But, rambling aside... GB2 is decent enough.
I can easily watch it and class it in the same fun genre of sci-fi comedy as the original.



Where do you pick up these pearls of wisdom?
Lucky get...

I wanted to see GB2, and my folks took me to the cinema the one weekend, and all over the place were posters for it...
I was so excited... until I was handed my ticket... for Honey, I Shrunk The Kids

Enjoyed HISTK though. It was a proper Saturday matinee at a really old fashioned theatre in Inverness (now closed sadly), and the movie had an interval in the middle too with big maroon coloured curtains that dropped over the screen.
Great experience, but I really wanted to see GB2

This is the most recent photo I can find of the old La Scala Theatre.
It's all derelict now

I was taken to see Ghostbusters 2 as I was too young for Tim Burtonís Batman which I was wanting to see so bad. I guess it was a good alternative.



That elusive hide-and-seek cow is at it again
Funny you make this thread as Ghostbusters came up as a comparison movie in a YouTube critique video I caught recently. The guy was drawing comparisons to how subtle and efficient the jokes were relative to the 2016 release. One scene used was the elevator single-shot of Peter, Ray and Egon first powering up Ray's proton pack and the unknown risk it brings. Ray powers-up and the other two just slowly shuffle to the side in case it explodes.

A few days later I catch a series on Netflix called, "The Movies that Made Us." In season 3, I believe it was, is a go at how Ghostbusters was made and all the issues they ran into. That was pretty great, IMO. Apparently, Filmation owned the title "Ghostbusters" and wouldn't sell the rights to Columbia Pictures. They started filming two shots of each scene in case they couldn't acquire the rights. One shot with Ghostbusters branding and another with Ghostbreakers. It's a pretty great story on how they ended up with the name, along with all the other details told during the interviews.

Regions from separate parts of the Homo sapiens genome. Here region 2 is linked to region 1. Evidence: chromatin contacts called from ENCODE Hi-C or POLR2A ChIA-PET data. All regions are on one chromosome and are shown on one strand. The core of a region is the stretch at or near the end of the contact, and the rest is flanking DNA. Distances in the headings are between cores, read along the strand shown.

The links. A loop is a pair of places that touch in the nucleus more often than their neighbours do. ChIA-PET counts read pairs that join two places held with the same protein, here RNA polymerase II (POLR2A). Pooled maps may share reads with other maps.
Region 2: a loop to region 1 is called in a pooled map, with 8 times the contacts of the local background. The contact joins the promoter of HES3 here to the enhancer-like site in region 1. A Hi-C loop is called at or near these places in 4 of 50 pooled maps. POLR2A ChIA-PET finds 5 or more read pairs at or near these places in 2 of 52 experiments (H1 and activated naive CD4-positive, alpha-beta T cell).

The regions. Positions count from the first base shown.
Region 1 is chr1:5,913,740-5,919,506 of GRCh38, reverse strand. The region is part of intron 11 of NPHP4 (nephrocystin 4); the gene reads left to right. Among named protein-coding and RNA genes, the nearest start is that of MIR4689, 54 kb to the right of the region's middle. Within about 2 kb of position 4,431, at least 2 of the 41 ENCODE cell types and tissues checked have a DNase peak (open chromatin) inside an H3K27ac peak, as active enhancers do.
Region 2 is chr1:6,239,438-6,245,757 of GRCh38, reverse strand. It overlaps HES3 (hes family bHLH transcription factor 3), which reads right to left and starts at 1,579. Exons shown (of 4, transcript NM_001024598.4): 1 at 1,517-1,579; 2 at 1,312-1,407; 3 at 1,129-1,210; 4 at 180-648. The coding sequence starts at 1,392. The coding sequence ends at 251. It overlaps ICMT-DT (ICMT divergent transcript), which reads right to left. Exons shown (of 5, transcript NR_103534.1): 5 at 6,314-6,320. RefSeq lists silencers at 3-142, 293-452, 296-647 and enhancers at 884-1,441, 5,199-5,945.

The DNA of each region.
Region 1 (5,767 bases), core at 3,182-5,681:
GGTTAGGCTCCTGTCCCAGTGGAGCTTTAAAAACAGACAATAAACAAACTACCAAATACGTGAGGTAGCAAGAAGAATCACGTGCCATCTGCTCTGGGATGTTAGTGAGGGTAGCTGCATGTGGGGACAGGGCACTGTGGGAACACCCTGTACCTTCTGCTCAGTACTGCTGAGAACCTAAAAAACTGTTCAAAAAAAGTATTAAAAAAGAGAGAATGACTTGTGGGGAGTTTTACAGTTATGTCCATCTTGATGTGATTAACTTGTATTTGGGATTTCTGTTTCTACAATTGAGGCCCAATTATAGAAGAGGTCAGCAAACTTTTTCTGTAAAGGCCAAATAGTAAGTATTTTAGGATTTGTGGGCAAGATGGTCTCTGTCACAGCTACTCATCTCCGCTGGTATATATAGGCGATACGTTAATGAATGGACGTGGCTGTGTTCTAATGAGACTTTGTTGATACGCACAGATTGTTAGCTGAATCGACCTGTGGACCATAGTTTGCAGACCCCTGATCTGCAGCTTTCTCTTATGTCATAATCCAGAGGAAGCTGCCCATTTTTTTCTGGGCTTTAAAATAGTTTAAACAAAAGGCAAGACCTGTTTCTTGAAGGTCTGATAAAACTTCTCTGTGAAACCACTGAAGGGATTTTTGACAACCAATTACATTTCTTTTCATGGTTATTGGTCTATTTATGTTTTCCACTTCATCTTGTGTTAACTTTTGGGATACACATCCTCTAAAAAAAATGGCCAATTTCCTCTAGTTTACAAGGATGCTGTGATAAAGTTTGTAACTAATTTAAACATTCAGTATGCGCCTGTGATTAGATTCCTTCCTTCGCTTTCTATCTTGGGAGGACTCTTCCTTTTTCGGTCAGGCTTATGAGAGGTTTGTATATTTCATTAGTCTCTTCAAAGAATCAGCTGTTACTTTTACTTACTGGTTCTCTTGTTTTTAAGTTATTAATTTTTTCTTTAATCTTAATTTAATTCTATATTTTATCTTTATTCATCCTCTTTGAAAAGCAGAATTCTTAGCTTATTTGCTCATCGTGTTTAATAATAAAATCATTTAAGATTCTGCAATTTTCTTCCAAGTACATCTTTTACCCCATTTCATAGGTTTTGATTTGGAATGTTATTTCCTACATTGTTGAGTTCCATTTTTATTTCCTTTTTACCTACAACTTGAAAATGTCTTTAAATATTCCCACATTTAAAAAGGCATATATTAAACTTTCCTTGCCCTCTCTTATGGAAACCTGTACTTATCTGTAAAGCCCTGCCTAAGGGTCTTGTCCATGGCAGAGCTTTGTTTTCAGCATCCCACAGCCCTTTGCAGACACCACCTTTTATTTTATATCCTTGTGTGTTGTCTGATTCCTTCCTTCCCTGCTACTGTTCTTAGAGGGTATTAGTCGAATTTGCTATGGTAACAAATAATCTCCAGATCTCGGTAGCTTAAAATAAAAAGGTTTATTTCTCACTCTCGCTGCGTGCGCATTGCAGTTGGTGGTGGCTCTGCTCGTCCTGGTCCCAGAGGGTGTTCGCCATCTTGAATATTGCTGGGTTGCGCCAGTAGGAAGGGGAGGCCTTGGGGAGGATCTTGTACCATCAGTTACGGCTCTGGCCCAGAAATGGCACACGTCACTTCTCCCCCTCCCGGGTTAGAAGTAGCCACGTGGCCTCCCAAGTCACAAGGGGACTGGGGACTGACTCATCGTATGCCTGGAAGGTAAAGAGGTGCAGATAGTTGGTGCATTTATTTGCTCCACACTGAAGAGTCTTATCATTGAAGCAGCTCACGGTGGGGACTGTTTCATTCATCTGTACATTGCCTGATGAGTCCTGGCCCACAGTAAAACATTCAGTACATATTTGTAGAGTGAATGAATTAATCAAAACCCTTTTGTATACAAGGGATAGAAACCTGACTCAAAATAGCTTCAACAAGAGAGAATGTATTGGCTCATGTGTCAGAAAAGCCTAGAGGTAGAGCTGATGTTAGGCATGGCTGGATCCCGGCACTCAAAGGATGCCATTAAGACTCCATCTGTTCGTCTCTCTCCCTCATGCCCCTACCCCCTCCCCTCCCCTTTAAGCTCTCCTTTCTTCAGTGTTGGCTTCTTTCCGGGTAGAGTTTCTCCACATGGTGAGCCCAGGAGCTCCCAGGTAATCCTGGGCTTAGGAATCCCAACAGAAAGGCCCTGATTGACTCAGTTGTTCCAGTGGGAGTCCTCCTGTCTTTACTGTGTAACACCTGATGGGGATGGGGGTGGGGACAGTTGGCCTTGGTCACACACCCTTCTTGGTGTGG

The old 70s show (that I knew nothing about) now explains what the hell that cartoon was all about in the late 80s that freaked us kids way out.

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I remember my grandmother had a VHS of the animated version of that 70s Ghostbusters and every once in a while as a kid I’d be bored enough to put it on hoping it’d be good. It was unwatchable.



We saw the new one, not bad, but it's in a small town, not New York. The best thing about the 1984 movie is that it's such a New York movie. I'm not a resident but a frequent visitor and it's one of those movies that always reminds me of the Big Apple in a good way. I can see myself walking across the corner of 14th Street and 6th Avenue, seeing the Marshmallow Man in the distance, up in Midtown.



10 years of excellence in denim
There is something in the DNA of the films, for me, that only works in NY.

The hustle and bustle, the firehouse, the traffic. Afterlife kinda felt like the GoBotíization of the franchise.

You kinda recognize the stuff, but it feels a bit off. Some of the stuff that made the original great is missing. Not saying you canít update the franchise, but you canít change the recipe too much. Then itís just any other movie.



Registered User

I feel ambivalent about this one. It would been better without the GB brand on it. It could have just been a sort of Goonies-type film.



The memberberries are strong with this one.
WARNING: "Stuff of Spoileration Resides Within" spoilers below
And the ghost of Egon dominates the proceedings in more ways than one. They had enough sense to not have the apparition speak, but we spend a lot of time with Egon, and I get the distinct sense that it is because they really wish they could have had Ramis were there. It's sweet and sentimental, but also a little saccharine.





There is not really a sense of menace in this one (after all, you don't want to sense that little kids are about to get ganked in a light-hearted comedy), but the original hinted that bad things could indeed happen (even though they would not).



It was cute. A sort of coda to a lost talent, but it's a bit wobbly.